FIGURE 2.

Isolation of favorable human IgG1 Fc mutations using phage display. A, Identities of the mutations isolated at each residue position after three rounds of panning Fc libraries against human FcRn. For each position, isolated mutations were listed in the descending order of frequency. Positions in which only WT residue was recovered was denoted by “Wildtype.” B, Affinity screening of variants against human FcRn. Selected mutations along with N434A were incorporated into the Fc of 4D5. A competitive binding assay was used to detect the binding of variants toward FcRn at 25°C, at either pH 6.0 or pH 6.9. Free FcRn was measured in this assay; the higher the RU, the lower the variant’s binding affinity to FcRn. The dotted lines represent the RU of parental Fc variant N434A at both pH conditions. The data are representative of two independent experiments. C, Relationship between the binding of variants to human FcRn at pH 6.0 and pH 6.9. Data in B were used to generate the plot. As the Fc variants show improved binding to FcRn at pH 6.0, their corresponding binding at pH 6.9 also increases. WT, N434A, and N434W are denoted by ○, ⋄, and ▴, respectively. D, Sites of selected mutations illustrated on a model of the human IgG1 Fc (based on the Protein Database structure 1D2). The model was created using Pymol (DeLano Scientific, accessed at http://www.pymol.org).

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Selected Ab h4D5 variants were transiently expressed as double mutants containing the starting mutation N434A and phage-selected mutations (Fig. 2,A). The previously reported T250Q and M428L were also incorporated into h4D5 for comparison. The affinities of these variants against human FcRn were compared using the competitive BIAcore assay described earlier. N434W was used as the detection Ab because it affords better sensitivity than WT in this assay. Fig. 2,B demonstrates that most of the phage-selected variants showed improved binding toward human FcRn at pH 6.0, and these variants maintain the same pH-dependent binding. Variants at positions T250, M252, S254, T256, T307, V308, Q311, A378, M428, Y436, and T437 demonstrated significant affinity improvements to human FcRn at pH 6.0. However, their binding at high pH increased accordingly with the increase in pH 6 binding (Fig. 2,C) despite the fact that these mutations are distributed across several positions on the Fc (Fig. 2 D).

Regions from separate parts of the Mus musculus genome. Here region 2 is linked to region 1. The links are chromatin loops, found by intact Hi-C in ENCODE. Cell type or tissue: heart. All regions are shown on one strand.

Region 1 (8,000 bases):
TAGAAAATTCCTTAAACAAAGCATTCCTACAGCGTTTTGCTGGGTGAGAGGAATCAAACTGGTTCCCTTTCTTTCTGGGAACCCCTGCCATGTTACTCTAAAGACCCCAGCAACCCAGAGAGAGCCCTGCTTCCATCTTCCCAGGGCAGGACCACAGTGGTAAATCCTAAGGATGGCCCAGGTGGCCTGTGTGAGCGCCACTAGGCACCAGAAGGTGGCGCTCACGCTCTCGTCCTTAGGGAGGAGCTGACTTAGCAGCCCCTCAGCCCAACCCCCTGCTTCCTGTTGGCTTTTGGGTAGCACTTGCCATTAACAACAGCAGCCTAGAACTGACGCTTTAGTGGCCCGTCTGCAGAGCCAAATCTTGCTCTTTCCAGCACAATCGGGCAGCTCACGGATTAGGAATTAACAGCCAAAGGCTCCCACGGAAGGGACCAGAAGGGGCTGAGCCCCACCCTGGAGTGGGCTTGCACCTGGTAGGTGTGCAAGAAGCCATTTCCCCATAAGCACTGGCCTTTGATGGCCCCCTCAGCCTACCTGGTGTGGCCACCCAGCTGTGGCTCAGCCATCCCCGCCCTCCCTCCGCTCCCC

The monovalent equilibrium-binding constants of the variants were measured by injecting soluble FcRn over variant-coated sensor chips in a BIAcore instrument. As shown in Table I, double mutants such as T307Q/N434A, A378V/N434A, N434A/Y436I, and V308P/N434A displayed 1.5- to 8-fold improvement over the starting single mutant N434A, and these double mutants had comparable or higher affinity than the previously reported double mutant, T250Q/M428L. In addition to being paired with N434A, newly identified mutations such as T307Q and V308P could be paired with more favorable mutations such as N434H or N434Y to generate even higher affinities. By combining different mutations, variants with affinity improvements from 2- to 450-fold over WT could be constructed (Table I).

Table I.

Monovalent dissociation constants (KD) of h4D5 variants to human FcRn at pH 6.0 and 25°C using BIAcore; results are representative of two independent experiments

h4D5 VariantKD(nM)
WT 1700 ± 20 
N434A 570 ± 30 
N434H 370 ± 30 
N434Y 78 ± 12 
N434W 44 ± 5 
M252Y/N434A 220 ± 20 
T307Q/N434A 235 ± 20 
V308P/N434A 76 ± 10 
T250Q/M428L 234 ± 22 
T307Q/E380A/N434A 280 ± 10 
A378V/N434A 390 ± 40 
M428L/N434A 300 ± 40 
N434A/Y436I 340 ± 80 
V308P/N434Y 10.2 ± 1.8 
M252Y/V308P/N434Y 3.7 ± 1.0 
h4D5 VariantKD(nM)
WT 1700 ± 20 
N434A 570 ± 30 
N434H 370 ± 30 
N434Y 78 ± 12